The family of Michael Brown said in a statement that they were “profoundly disappointed that the killer of our child will not face the consequence of his actions.”

They also urged protesters to avoid violence and to work to force police officers to wear body cameras.

“While we understand that many others share our pain, we ask that you channel your frustration in ways that will make a positive change,” they said in the statement. “We need to work together to fix the system that allowed this to happen. Join with us in our campaign to ensure that every police officer working the streets in this country wears a body camera.”

Lawyers for Darren Wilson issued a public statement Monday night after learning he would not be indicted, saying, in part, that Wilson “followed his training and followed the law” when he shot and killed Michael Brown Aug. 9.

Protesters began gathering in Ferguson shortly after it was announced that the grand jury had made a decision. A smaller crowd gathered in Clayton, where the announcement of the decision was made to members of the media inside a courtroom where preliminary hearings and arraignments are typically held.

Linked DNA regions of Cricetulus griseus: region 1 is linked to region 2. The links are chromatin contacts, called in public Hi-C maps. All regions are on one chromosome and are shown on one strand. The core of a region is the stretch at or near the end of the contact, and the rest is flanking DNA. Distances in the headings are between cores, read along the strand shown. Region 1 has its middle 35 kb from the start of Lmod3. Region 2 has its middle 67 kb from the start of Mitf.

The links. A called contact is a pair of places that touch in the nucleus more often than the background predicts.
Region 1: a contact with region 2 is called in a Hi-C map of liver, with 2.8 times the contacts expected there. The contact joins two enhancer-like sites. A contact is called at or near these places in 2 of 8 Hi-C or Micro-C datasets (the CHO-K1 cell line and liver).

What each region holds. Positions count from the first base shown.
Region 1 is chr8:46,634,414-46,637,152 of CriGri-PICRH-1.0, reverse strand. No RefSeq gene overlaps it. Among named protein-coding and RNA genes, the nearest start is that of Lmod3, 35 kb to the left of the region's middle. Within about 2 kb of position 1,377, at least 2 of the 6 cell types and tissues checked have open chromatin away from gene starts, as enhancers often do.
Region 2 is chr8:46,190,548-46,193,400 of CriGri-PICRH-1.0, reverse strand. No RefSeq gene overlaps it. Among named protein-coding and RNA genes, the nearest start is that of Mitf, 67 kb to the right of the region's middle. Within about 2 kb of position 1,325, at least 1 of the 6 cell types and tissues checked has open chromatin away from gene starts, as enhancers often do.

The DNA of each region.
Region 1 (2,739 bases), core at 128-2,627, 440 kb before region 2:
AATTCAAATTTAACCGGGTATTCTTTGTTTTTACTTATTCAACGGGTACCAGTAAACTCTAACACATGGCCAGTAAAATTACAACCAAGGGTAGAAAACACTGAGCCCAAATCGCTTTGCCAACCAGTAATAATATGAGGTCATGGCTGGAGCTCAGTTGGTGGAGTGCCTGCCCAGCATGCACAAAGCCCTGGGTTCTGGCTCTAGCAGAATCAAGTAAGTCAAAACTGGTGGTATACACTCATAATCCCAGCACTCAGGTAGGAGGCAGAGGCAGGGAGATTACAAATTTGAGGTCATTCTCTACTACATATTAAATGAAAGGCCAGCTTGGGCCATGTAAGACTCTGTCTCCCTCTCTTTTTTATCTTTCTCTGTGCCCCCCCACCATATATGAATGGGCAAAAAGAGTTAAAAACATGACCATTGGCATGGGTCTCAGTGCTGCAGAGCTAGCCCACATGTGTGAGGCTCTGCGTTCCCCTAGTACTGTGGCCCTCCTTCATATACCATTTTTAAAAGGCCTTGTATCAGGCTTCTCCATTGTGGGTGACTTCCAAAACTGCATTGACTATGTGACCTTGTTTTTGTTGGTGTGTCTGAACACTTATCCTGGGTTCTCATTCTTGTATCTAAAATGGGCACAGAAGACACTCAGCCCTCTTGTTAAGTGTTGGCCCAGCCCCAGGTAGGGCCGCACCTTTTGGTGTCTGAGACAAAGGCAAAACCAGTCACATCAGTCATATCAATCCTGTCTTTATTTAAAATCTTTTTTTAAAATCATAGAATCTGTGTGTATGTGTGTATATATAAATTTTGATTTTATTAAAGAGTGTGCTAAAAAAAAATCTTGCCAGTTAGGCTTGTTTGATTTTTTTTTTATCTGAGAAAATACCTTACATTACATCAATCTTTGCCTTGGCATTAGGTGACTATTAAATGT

McCulloch, who could have decided on his own whether to charge Wilson, chose instead to take the case to a grand jury. Its 12 members meet in secret and usually hear just a synopsis of evidence before voting on whether to issue an indictment, a legal action that results in a trial.

But in this case, the prosecutor had two assistants present all the evidence available — meaning the grand jurors heard testimony from every witness and saw every report, photograph and video before deciding. Nine of 12 votes are required for in an indictment, but the vote count remains secret.

McCulloch gave his condolences to Brown’s family at the beginning of the press conference.

He said the presentation of evidence and deliberations were done on the grand jury’s schedule. The grand jury met on 25 different days, he said.